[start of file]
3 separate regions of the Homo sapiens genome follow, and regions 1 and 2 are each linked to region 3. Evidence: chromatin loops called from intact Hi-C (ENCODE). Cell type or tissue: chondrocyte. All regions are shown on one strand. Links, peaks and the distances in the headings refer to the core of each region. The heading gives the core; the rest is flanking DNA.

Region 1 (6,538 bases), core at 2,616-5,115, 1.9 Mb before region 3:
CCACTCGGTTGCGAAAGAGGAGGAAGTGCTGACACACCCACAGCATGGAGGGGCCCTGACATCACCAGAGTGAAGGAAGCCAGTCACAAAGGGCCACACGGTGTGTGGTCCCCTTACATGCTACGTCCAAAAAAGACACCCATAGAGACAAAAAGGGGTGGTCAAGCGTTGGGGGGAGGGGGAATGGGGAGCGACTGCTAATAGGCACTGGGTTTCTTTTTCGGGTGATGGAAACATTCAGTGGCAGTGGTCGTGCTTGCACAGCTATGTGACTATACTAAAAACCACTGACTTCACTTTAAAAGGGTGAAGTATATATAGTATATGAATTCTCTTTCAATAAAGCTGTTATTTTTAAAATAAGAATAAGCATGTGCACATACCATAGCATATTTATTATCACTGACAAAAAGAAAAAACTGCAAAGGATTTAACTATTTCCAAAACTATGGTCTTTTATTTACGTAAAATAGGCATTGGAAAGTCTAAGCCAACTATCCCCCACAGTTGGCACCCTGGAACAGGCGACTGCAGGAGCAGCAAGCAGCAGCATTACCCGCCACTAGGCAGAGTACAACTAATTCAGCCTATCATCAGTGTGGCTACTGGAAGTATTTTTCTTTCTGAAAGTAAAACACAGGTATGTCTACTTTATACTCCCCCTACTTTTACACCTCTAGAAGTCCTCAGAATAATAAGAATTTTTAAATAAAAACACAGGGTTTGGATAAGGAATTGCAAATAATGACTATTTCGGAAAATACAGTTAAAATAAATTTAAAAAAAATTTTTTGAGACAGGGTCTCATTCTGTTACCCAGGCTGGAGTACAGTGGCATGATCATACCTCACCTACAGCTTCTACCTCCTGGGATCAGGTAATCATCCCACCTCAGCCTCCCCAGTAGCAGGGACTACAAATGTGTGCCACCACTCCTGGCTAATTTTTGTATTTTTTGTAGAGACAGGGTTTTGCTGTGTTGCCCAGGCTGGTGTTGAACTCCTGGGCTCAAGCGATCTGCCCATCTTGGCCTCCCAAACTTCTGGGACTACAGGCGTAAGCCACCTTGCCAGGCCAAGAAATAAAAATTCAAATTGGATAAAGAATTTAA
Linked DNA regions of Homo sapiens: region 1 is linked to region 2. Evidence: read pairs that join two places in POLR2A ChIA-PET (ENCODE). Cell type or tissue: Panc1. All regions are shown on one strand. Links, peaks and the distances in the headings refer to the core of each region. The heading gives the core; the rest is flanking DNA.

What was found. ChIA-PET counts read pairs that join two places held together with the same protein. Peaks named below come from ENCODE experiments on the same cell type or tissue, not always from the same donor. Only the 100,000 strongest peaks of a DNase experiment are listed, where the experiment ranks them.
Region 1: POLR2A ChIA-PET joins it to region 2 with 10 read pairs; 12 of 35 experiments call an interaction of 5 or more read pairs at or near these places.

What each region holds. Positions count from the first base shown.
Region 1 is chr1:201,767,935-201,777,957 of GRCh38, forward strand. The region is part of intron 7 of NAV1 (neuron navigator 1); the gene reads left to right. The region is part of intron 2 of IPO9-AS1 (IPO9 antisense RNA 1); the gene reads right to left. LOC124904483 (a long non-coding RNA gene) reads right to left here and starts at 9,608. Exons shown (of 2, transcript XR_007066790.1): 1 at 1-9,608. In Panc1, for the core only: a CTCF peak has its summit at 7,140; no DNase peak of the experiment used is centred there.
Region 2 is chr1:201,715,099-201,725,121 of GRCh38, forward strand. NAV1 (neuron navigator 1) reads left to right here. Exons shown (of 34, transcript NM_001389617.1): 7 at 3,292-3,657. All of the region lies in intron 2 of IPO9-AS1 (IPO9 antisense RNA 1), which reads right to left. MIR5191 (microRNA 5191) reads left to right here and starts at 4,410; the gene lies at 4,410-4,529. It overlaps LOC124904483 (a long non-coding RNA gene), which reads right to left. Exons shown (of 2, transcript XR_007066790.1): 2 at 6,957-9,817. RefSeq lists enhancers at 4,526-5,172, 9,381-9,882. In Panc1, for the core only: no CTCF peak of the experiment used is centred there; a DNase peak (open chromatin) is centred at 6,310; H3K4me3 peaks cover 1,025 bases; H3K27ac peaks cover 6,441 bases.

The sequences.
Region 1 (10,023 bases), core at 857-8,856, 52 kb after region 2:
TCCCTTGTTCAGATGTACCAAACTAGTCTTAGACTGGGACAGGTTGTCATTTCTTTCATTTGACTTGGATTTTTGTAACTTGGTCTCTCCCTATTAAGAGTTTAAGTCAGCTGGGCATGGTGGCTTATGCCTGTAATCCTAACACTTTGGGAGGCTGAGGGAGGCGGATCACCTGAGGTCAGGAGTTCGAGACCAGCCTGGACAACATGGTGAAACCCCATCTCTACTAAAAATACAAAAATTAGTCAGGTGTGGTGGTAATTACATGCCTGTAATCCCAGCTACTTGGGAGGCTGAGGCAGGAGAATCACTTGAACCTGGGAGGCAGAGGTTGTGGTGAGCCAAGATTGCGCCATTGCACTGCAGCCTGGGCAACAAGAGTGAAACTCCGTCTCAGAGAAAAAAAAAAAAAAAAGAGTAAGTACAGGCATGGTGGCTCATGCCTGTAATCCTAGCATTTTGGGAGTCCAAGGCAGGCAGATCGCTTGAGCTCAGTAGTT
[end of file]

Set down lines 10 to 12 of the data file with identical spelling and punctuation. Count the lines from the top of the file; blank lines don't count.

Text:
The sequences.
Region 1 (10,023 bases), core at 857-8,856, 52 kb after region 2:
TCCCTTGTTCAGATGTACCAAACTAGTCTTAGACTGGGACAGGTTGTCATTTCTTTCATTTGACTTGGATTTTTGTAACTTGGTCTCTCCCTATTAAGAGTTTAAGTCAGCTGGGCATGGTGGCTTATGCCTGTAATCCTAACACTTTGGGAGGCTGAGGGAGGCGGATCACCTGAGGTCAGGAGTTCGAGACCAGCCTGGACAACATGGTGAAACCCCATCTCTACTAAAAATACAAAAATTAGTCAGGTGTGGTGGTAATTACATGCCTGTAATCCCAGCTACTTGGGAGGCTGAGGCAGGAGAATCACTTGAACCTGGGAGGCAGAGGTTGTGGTGAGCCAAGATTGCGCCATTGCACTGCAGCCTGGGCAACAAGAGTGAAACTCCGTCTCAGAGAAAAAAAAAAAAAAAAGAGTAAGTACAGGCATGGTGGCTCATGCCTGTAATCCTAGCATTTTGGGAGTCCAAGGCAGGCAGATCGCTTGAGCTCAGTAGTT